Two months after Dov Charney was fired as CEO of American Apparel, he's still there.
When he was pushed out, he was entitled to stay on as a "consultant" -- and receive his full base salary. Charney says he has been visiting and sending messages to store managers and employees in an effort to drive sales.
The company said Monday that sales growth was flat last quarter. But there were also early signs of a turnaround, with a small operating profit after a loss last year.
That reflects progress that began while Charney was at the helm. Suspended just 12 days before the end of the second quarter, Charney said he was pleased with the company's performance.
"The results we've achieved -- notably the reduction of expenses -- are indicative of my dedication to the company," he said in a statement.
The company's "net" profit looks uglier, with a loss of $16 million. That doesn't reflect how the stores are doing but rather accounting charges related to warrants, which give one of the company's creditors, Lion Capital, the right to purchase a stake in American Apparel.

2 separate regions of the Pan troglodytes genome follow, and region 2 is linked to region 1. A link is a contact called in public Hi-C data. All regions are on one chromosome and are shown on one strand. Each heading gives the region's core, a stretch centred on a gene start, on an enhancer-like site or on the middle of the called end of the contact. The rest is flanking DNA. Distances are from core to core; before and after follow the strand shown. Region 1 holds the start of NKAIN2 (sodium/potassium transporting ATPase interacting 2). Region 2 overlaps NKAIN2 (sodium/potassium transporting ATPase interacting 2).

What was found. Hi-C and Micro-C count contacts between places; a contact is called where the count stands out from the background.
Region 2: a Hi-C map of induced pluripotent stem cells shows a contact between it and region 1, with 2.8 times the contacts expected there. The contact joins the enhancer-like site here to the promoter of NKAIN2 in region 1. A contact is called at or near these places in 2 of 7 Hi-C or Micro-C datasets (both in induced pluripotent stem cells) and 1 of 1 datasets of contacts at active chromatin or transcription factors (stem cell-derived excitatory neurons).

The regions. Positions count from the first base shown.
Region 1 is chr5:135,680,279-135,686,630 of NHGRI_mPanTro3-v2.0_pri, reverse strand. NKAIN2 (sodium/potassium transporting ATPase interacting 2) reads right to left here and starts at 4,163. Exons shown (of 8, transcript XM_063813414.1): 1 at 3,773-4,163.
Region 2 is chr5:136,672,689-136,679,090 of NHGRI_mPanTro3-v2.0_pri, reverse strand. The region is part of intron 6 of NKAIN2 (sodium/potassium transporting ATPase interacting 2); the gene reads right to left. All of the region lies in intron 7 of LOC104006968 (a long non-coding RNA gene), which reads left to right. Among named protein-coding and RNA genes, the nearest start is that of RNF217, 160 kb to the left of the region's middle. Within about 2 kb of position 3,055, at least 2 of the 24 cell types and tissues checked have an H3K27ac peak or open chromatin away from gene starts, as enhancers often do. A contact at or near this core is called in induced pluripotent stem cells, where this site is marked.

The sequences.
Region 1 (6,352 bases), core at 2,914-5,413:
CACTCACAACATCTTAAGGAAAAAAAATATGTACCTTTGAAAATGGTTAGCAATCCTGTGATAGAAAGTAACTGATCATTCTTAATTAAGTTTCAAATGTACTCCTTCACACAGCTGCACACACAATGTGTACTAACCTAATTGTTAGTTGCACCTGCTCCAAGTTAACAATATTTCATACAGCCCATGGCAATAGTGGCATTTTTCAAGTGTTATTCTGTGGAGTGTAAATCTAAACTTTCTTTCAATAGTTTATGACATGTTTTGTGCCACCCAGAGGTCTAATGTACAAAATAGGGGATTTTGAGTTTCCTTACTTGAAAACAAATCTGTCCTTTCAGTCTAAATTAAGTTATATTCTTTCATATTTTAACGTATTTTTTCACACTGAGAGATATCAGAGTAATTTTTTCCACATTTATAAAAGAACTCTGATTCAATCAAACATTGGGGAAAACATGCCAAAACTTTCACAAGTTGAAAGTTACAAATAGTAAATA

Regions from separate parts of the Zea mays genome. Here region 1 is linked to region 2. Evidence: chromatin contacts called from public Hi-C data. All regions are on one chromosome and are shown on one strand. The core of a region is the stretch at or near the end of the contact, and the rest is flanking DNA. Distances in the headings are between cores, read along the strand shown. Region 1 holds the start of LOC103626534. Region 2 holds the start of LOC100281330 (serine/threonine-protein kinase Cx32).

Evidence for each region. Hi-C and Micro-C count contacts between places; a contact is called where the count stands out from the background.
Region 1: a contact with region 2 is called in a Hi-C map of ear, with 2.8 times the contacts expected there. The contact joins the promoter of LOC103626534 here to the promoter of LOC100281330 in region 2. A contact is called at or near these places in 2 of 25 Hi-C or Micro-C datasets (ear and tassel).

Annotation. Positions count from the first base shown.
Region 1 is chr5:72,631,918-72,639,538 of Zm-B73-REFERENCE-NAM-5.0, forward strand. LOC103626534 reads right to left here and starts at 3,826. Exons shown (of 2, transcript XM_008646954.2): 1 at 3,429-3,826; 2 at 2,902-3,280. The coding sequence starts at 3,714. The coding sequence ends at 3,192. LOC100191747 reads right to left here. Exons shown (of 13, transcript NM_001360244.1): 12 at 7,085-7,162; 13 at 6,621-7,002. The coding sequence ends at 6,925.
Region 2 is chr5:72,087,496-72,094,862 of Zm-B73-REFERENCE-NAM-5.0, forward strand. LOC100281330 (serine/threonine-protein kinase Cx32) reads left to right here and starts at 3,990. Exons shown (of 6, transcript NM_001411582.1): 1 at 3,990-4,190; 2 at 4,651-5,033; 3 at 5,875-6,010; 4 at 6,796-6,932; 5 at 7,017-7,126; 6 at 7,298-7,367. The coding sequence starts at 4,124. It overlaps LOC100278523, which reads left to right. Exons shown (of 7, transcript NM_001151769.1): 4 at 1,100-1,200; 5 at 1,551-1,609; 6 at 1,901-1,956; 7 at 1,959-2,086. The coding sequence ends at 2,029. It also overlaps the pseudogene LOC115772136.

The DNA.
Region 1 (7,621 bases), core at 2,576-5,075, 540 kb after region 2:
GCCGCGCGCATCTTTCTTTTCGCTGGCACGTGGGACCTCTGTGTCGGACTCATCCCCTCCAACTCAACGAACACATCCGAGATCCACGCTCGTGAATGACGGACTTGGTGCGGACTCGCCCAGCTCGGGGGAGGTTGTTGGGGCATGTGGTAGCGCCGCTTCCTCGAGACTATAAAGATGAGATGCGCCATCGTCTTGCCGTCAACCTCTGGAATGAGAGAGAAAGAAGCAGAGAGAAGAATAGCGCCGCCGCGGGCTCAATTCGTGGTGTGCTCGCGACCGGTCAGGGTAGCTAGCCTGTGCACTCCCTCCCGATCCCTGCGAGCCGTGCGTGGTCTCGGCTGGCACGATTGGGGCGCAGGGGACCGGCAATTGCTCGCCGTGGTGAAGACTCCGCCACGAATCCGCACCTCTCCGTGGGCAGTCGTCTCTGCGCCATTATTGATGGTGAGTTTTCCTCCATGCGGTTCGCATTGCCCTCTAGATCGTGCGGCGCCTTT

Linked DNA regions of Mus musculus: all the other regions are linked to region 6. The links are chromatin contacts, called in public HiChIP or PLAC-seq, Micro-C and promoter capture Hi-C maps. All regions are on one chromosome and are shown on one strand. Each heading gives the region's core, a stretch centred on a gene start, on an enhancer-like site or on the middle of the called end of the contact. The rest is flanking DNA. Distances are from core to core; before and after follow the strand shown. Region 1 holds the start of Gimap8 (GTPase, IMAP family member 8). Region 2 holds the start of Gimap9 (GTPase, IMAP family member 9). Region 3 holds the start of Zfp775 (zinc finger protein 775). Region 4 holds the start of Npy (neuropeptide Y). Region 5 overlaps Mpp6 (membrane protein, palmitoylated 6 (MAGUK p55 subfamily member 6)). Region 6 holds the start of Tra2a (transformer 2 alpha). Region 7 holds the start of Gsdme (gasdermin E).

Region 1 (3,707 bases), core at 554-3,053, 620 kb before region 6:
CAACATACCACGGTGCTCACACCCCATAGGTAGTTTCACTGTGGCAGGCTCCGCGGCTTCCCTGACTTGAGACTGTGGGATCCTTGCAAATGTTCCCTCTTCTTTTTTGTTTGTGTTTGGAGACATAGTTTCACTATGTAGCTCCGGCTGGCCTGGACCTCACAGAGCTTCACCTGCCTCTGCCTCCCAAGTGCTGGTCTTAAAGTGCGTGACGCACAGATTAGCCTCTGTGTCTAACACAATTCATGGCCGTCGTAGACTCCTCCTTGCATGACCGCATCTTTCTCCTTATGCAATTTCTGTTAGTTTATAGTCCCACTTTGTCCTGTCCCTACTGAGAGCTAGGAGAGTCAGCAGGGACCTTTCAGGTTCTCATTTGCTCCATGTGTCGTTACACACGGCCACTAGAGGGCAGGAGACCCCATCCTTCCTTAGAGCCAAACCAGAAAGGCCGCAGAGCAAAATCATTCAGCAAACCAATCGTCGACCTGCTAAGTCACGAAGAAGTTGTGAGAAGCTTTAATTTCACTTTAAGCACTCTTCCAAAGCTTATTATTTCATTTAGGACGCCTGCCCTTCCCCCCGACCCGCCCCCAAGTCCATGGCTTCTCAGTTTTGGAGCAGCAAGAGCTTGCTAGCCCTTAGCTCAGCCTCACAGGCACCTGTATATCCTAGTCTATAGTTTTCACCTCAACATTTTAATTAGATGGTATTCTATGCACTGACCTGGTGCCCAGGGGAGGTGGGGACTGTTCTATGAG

And the company will need to increase same stores sales, which fell 6% in the quarter. Analyst David Roth said Charney is a powerful force for the brand. As evidence, he points to the disproportionate amount of attention Charney garners given the size of his company.
Even so, "it's unclear whether the company needs him long-term,'' said King.
The company's board tried to push Charney out of the company he founded, alleging a long history of misconduct.
After reviewing the results of an internal investigation, a board committee will determine whether the former executive can return to the company full time, and in what capacity. That decision is expected in mid-September, according to people close to the company.